Hamlin uses daring move for 1st Daytona 500 victory
DAYTONA BEACH, Fla. — Denny Hamlin tucked in behind a string of Toyotas, including Joe Gibbs Racing teammates Matt Kenseth and Kyle Busch, and made a daring move on the last lap before outdueling Martin Truex Jr. down the front stretch to win the 58th Daytona 500 on Sunday.
Hamlin muscled his way to the front by passing Kenseth as the lead pack came out of Turn 2. Then, he was joined at the front by Truex with a crowd of more than 100,000 rising to its collective feet at Daytona International Speedway.
Hamlin, with the No. 11 Toyota leading 94 laps before he surrendered his advantage on a green-flag stop with 44 laps remaining, sprinted to the finish line inches ahead of Truex's No. 78 Toyota to secure the slimmest margin of victory in Daytona 500 history — 0.010 seconds.
“This is a team victory because my teammates did a great job all day,” said Hamlin, winning here for the first time in 11 tries. “I can't even figure out what I did.”
Truex said Hamlin's win came down to a split-second decision.
“I felt like I had the momentum until the last couple of feet,” Truex said. “I wish I had crowded (Hamlin) up the track a little bit more down the front stretch. Those are split-second decisions, and Denny came out on the right end of it today.”
Hamlin was helped by Kevin Harvick, who pushed him even with Kenseth as he pulled from the apron to form an outside line.
“I was hoping that (the leaders) would start pushing and shoving like they did to get that outside lane going,” said Harvick, the 2007 Daytona 500 champion.
“You just want to be the first one to be in that outside line. (Hamlin) pulled up in front of us and he got the honor of being the first car in that line with all that momentum.”
And it was far too much momentum for Kenseth to stall as he was separated from Truex as the front-runners took the white flag with 199 laps complete.
“I was trying to block the 4 (Harvick),” said Hamlin, who became the sixth driver to win the Sprint Unlimited and Daytona 500 in the same year. “But he gave me such a great push, I just went for it. The last thing I wanted to do was brake in Turn 4, especially with my teammates in contention.
“I just remember pulling up in front of the 4 (Harvick) and him giving me a push and not letting off when he was pushing. Ultimately that was the push to the victory for us. I know we got to the outside of the 18 (Busch), the 78 (Truex) and then the 20 (Kenseth) came up to block high and I saw that the middle was going to be the only way I could get around both of them and we cleared the 20 and drag raced with the 78.”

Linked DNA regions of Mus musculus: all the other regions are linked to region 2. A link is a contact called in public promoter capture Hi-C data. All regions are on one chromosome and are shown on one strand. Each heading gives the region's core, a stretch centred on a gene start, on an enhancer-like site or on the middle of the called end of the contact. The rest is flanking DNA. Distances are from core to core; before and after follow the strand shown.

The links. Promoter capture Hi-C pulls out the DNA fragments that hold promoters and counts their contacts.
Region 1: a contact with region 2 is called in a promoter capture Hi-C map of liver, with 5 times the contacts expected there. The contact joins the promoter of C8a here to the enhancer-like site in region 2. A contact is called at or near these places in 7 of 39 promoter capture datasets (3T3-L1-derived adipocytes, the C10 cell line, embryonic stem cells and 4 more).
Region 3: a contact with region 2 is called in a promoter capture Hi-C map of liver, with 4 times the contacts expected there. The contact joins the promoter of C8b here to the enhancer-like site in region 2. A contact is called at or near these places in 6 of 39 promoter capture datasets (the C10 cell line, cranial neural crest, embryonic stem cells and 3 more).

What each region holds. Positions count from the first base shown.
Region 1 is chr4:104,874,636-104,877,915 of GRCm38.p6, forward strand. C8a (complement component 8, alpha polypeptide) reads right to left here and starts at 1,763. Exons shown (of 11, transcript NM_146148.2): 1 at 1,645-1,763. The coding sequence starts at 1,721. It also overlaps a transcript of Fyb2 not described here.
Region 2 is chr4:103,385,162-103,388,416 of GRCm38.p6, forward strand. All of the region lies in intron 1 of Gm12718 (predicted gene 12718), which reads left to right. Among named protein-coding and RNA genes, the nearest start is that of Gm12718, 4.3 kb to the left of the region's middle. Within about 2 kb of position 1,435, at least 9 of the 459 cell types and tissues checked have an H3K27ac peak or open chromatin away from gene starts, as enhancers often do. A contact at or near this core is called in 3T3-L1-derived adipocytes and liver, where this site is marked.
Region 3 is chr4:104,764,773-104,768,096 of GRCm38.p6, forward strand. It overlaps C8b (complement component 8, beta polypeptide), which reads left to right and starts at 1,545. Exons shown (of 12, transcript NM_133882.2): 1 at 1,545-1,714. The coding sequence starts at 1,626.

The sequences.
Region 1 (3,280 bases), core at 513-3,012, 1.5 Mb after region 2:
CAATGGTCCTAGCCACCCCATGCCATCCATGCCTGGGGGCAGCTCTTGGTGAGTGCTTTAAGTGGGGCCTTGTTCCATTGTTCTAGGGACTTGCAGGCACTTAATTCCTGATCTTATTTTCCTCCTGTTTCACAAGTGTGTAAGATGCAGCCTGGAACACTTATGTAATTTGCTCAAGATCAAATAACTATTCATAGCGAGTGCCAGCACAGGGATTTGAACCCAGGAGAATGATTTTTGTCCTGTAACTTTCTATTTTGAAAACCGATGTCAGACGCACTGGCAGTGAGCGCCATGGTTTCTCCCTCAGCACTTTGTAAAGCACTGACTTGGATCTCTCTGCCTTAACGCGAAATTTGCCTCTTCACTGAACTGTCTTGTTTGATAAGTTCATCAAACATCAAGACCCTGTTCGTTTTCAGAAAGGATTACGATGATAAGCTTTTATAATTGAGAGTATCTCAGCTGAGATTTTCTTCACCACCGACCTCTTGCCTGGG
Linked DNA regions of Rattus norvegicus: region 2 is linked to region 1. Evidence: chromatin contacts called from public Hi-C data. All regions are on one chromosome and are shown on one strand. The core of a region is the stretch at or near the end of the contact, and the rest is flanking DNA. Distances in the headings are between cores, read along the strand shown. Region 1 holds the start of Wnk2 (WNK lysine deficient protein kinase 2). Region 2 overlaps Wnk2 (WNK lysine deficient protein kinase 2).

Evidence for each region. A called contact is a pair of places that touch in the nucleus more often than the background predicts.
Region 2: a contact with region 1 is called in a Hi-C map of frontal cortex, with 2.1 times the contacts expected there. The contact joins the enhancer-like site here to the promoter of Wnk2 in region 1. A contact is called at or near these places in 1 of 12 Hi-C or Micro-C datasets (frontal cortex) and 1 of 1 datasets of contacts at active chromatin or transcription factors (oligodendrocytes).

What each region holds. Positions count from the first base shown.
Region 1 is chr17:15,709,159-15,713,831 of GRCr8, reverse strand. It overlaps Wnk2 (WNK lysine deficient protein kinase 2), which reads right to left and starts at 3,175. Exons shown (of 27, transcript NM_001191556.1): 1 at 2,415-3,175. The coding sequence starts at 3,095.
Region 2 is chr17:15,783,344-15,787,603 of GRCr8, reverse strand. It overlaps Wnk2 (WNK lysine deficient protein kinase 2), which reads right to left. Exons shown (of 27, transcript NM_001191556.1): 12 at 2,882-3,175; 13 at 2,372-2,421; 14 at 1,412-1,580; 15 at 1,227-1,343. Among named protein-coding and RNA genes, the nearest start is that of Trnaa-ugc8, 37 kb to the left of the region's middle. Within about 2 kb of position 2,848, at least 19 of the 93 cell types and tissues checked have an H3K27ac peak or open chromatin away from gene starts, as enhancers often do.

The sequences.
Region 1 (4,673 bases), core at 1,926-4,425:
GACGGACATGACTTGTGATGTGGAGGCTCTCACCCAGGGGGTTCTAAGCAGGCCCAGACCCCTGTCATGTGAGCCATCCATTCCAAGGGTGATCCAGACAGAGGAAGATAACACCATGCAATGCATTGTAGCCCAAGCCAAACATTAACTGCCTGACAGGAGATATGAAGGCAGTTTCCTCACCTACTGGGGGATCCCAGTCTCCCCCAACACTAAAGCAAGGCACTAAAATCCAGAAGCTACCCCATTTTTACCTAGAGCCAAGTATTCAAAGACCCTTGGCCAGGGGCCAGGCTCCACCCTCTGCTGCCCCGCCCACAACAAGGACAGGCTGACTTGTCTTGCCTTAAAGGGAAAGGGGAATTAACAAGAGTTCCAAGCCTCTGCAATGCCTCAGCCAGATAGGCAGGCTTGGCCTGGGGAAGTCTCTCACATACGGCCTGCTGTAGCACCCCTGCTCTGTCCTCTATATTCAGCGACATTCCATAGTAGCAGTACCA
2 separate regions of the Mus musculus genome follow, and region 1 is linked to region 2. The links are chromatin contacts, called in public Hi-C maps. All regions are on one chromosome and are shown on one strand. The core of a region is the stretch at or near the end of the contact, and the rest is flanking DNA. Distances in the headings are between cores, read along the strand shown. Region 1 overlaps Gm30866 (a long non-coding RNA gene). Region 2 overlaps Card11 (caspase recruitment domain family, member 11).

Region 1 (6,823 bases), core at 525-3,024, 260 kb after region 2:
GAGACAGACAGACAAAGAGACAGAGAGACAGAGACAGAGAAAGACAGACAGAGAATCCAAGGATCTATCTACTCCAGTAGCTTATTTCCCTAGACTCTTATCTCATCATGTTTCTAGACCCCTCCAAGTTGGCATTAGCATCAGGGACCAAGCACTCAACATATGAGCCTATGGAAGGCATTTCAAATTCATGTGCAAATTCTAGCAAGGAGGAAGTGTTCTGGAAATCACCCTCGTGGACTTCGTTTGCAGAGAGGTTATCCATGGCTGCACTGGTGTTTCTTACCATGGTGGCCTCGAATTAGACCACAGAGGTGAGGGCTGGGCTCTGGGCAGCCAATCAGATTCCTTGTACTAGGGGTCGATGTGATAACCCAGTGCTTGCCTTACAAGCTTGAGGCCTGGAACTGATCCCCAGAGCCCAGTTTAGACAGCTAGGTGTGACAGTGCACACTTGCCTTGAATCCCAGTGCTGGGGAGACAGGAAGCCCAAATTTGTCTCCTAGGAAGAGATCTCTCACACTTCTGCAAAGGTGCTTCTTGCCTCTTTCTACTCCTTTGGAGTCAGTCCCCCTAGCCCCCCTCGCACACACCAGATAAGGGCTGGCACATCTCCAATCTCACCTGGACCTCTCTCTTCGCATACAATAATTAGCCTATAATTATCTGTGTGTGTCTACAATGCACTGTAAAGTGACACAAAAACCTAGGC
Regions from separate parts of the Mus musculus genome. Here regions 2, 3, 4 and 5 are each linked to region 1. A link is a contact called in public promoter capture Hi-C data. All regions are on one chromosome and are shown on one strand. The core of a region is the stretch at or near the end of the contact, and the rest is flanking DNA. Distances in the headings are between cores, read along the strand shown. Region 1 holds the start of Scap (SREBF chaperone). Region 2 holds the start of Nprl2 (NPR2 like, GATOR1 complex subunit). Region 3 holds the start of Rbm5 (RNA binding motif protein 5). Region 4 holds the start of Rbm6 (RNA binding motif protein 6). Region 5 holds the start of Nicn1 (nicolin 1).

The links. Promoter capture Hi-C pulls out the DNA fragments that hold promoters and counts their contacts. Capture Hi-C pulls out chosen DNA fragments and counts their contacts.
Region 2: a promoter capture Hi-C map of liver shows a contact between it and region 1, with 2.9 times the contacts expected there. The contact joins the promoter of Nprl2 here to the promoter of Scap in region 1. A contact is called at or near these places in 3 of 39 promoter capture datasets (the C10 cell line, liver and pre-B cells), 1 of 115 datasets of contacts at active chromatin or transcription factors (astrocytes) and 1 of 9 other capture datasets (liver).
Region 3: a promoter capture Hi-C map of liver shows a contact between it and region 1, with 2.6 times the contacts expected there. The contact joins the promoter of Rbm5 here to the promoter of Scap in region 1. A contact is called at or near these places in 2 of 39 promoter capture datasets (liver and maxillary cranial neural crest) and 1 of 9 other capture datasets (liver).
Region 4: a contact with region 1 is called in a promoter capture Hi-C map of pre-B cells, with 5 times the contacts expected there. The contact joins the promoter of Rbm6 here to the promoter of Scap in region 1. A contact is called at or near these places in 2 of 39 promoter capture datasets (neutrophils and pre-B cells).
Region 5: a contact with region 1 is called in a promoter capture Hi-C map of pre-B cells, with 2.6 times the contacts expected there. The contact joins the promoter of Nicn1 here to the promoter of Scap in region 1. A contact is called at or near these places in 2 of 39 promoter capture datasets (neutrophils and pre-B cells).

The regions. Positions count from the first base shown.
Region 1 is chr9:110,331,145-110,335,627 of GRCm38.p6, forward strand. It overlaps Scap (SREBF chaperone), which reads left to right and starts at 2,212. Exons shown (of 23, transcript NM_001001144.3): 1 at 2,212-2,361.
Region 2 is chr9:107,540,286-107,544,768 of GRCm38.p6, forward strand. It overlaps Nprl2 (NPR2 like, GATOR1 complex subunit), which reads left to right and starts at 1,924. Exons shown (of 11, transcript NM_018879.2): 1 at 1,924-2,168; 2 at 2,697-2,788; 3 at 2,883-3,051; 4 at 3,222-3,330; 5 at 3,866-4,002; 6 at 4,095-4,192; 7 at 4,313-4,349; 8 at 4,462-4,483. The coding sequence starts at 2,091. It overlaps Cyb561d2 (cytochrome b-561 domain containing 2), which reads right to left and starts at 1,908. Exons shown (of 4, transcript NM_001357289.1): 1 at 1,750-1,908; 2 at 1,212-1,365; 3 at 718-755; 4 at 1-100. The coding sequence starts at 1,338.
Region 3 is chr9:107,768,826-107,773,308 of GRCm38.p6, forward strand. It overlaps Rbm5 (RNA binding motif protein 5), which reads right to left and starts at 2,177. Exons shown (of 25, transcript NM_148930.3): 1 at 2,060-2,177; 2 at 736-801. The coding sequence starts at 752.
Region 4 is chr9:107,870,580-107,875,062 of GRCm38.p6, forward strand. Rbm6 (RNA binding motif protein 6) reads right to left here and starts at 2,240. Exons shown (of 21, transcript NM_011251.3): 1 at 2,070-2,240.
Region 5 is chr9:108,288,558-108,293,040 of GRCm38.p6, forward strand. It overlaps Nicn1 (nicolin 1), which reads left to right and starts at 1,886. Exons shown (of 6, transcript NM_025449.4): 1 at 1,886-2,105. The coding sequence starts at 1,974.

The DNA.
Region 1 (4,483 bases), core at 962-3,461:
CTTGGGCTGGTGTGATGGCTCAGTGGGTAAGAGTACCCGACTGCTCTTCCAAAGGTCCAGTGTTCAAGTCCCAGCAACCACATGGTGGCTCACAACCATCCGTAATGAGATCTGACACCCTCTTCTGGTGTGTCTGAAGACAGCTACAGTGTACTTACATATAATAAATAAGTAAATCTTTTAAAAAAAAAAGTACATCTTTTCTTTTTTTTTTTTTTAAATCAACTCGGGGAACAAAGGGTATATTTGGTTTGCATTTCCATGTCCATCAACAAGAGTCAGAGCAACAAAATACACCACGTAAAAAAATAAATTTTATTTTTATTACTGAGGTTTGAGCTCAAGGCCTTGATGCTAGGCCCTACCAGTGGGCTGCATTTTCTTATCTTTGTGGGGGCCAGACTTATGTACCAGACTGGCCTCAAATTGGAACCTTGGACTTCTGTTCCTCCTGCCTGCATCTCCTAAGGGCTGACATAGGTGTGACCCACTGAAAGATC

Hamlin's Daytona 500 win is the first for Joe Gibbs Racing in 23 years. The JGR drivers claimed three of the top five positions.
Busch was third, and Carl Edwards, who survived two accidents in the No. 19 Toyota, charged from behind to finish fifth.
Kenseth, who led from Lap 160 to 199, finished 14th in the No. 20 JGR Toyota.
“The air got me in Turn 4, and I lost momentum,” said Kenseth, a two-time Daytona 500 winner. “I got turned sideways, but there was nothing I could do to break his momentum.”
Truex and Busch had their chances over the last thrilling mile. Busch opted not to drift outside as Hamlin made his move around him. Truex had hoped to get a push from Busch and Edwards to slow Hamlin's momentum.
“(Hamlin) would have blitz me like he did the 20 (Kenseth),” Busch said. “It was good to have an opportunity to race and drive wide open. I figured with five (laps) to go, it was every man for himself.”
Chip Ganassi, a Fox Chapel native, watched anxiously as his drivers — Kyle Larson and Jamie McMurray — consistently raced in the top 10. Larson finished seventh, and McMurray, the 2010 champion, settled for 17th.
Harvick, who barely survived a spinout early, finished fourth, and last year's winner, Joey Logano, was sixth. Regan Smith took eighth, and Austin Dillon and Kurt Busch rounded out the top 10.
Hamlin defied the odds in delivering Toyota its first Daytona 500 victory.
Hamlin was seemingly in an ideal position as he led midway through the race, but no driver had gone on to win after leading the first 100 laps since 1992.
And the leader on the last restart had won four of the previous five races, but this time Hamlin chased down Kenseth, who led on the final restart with 12 laps remaining.
“To win it for the boss (Gibbs) is the greatest feeling,” Hamlin said.
“It's the biggest race of my life. You couldn't have written a better ending to our week.”
Ralph N. Paulk is a Tribune-Review staff writer. Reach him at firstname.lastname@example.org or via Twitter @RalphPaulk_Trib.